The court shutdown in New York was as essential as it was unprecedented. The urgent need to save lives and stop the spread of COVID-19 took vital precedence over procedural, legalistic concerns. But now, with the state slowly reopening, the legal community must confront the complications that have arisen from the shutdown. Clients want answers, and it will be up to judges and lawyers together to rebuild and re-center a system that has been sharply disrupted.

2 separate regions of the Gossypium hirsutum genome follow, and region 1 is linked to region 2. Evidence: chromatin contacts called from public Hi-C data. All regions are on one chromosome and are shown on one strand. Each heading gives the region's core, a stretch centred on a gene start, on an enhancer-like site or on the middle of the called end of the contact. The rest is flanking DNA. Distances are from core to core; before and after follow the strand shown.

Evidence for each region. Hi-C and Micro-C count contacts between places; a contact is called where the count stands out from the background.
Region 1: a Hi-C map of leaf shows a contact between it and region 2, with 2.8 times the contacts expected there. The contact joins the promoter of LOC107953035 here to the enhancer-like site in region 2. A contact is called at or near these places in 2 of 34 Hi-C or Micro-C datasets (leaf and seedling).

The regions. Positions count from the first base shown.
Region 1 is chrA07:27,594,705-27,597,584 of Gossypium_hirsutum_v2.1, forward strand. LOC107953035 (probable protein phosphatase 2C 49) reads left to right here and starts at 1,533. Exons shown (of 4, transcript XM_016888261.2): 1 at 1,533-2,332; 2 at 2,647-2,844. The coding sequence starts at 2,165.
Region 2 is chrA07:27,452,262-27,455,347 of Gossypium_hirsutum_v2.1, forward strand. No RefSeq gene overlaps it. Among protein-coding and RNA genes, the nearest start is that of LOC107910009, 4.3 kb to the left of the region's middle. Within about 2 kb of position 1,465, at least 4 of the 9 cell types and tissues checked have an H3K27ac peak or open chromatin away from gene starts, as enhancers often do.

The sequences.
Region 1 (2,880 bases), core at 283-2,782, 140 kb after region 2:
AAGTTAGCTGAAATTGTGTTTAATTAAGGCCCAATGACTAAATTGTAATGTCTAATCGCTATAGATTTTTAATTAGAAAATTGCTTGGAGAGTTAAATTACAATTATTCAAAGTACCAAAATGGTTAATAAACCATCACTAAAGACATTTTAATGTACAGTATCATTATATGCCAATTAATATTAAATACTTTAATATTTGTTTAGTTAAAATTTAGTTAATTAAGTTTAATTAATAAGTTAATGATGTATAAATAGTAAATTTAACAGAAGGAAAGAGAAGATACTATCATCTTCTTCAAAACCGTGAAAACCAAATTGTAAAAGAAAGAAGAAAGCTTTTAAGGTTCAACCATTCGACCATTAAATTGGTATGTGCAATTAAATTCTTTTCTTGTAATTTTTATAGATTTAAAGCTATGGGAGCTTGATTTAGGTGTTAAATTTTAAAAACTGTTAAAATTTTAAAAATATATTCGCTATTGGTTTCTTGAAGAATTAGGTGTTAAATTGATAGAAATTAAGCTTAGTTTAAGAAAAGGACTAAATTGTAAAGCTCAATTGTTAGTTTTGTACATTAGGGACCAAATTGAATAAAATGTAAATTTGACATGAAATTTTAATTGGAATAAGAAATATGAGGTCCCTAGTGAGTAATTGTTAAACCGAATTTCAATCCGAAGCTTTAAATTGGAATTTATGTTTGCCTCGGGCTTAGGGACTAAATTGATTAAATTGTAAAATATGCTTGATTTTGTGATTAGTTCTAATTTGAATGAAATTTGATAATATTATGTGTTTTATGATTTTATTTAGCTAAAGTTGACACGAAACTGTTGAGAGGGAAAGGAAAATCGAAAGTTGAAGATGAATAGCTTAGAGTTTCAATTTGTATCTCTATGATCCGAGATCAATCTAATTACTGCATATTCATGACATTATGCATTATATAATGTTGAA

I am a family law litigator. In family law, real-world events external to litigation can have massive effects on our cases, which are, at base, reflections on the personal lives of litigants. An economic shock means financial changes; school closures mean custody issues. Procedural dates, too, are important in divorces—in many ways, dates determine how property is going to be distributed between spouses, and these dates and deadlines have been greatly disrupted. As family law attorneys review their cases and consider what comes next, here are the four questions I believe courts, lawyers, and perhaps legislators will need to answer in the months to come.
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